New Internet domain suffixes seen as benefit
Small businesses trying to find new ways to market themselves online may soon tap new branding opportunities, if the organization that regulates Internet domain names expands its offering beyond the traditional dot-com suffix.
The Internet Corporation for Names and Numbers (ICANN), a non-profit group that controls the Internet's naming system - also known as the domain name system - will meet in Singapore later this month to decide whether to allow companies or organizations to create unique domain suffixes.
If passed, a new wave of "dot-anything" domain names could help large companies better brand their online presence and smaller businesses specialize their marketing efforts to local customers. Local online marketing firms are now considering how these new domain names will benefit their clients.
"There's some truth in companies trying to open their suffix usage," said Chris Ingis, a Web designer for Saddle Brook, N.J.-based Prestige Web Designs.
Under the proposed plan, businesses could register a domain name under a specific geography, such as "dot-nyc" for New York City, or under the "dot-music" for a company selling in the music industry - examples to better catch customers using different search terms.
Estimates on the number of new suffixes, also called "generic top-level domains," are difficult to come by. But Michele Jourdan, communications manager for ICANN's new domain program, said it could range from 300 to 1,000.
For a company that wants its own domain, "dot-pepsi" for example, the cost will be about $185,000 Jourdan said.
Small businesses will likely register under a specific group, which will cost less.
"The cool thing about this is we still don't know all the benefits that will come out of it," Jourdan said. "End users will have way more choice."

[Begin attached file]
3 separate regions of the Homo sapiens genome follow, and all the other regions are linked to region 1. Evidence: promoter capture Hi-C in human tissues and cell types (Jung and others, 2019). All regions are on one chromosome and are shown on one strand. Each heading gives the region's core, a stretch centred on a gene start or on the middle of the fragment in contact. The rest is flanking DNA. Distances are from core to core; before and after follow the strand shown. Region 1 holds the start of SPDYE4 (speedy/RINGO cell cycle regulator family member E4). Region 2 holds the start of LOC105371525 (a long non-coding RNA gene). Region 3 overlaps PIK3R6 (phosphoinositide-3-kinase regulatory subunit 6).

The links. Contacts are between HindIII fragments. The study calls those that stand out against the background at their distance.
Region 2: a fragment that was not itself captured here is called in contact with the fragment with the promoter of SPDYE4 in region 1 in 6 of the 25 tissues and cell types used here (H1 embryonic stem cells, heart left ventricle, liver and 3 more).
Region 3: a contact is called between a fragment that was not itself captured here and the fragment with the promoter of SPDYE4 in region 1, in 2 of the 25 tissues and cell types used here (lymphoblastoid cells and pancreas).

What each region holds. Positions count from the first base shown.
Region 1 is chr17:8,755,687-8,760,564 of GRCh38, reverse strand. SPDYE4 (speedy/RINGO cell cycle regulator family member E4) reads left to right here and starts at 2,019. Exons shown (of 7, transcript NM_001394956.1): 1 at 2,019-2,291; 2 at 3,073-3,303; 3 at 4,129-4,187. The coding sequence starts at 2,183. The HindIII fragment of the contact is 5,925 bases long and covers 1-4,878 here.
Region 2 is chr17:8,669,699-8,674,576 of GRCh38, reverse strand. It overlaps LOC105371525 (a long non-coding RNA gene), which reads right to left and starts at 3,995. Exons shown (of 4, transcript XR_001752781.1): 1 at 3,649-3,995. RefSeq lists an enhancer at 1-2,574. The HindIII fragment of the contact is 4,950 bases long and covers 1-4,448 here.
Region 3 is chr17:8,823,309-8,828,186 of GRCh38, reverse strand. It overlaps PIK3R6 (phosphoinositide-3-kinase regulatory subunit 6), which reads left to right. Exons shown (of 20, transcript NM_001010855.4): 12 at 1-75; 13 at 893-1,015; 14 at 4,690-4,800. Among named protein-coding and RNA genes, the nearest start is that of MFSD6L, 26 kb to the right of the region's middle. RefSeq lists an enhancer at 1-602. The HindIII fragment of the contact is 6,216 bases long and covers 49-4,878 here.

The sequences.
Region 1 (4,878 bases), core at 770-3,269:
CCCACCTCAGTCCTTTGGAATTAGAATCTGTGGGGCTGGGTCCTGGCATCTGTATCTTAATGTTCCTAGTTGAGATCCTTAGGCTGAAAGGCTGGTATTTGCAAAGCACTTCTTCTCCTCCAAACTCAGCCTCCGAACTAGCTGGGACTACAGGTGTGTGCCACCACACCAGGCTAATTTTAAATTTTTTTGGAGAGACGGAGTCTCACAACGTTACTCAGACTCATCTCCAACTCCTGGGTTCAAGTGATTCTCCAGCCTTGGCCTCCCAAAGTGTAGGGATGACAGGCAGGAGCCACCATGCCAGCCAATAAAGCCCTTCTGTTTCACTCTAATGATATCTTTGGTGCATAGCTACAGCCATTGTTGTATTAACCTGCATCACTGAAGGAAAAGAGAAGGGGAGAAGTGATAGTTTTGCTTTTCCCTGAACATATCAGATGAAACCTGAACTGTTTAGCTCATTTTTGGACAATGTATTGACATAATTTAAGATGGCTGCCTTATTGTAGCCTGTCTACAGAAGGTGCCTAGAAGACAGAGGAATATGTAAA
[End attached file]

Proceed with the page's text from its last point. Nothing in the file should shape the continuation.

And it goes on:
While some online market officials believe the new domain could help give small businesses a boost with customers, others think a new URL will not be a magic bullet for increased sales.
The companies are "still going to require online marketing," said Chris Mulvaney, president of CMDS, a Middletown, N.J.-based marketing firm.
"It still requires content development and good optimization. One search phrase is not going to bring you enough business to run a medium-size company."
Many small businesses already use online marketers and Web design firms to drive customers to their sites by using key phrases, a practice called search engine optimization.
Regardless of a new online domain suffix, many small businesses are still just trying to find a place with the traditional dot-com world. Kathy Fealy owns the KF Multimedia & Web Inc., a company with two Bergen County, N.J., clients.
Fealy said many of her customers are unable to find a suitable domain name with the dot-com suffix. Instead, they have to register with the lesser-known dot-net suffix.
"I have a couple of clients who have dot-net, because they couldn't get dot.com and they're trying to change their domain name, so they can get dot-com," she said. "My impression is that smaller businesses will look for dot-com, because it makes them look more established."
Mulvaney, who created the website for laboratory service provider Bio-Reference Laboratories Inc., believes part of the lure of a new domain suffix is that small companies can become more creative with their marketing.
"I believe ICANN is opening this up, because the domains are very, very limited now," he said. "A lot of search names are being taken. It gives small and medium-sized companies a little more creativity with their names."
(c) 2011, North Jersey Media Group Inc.
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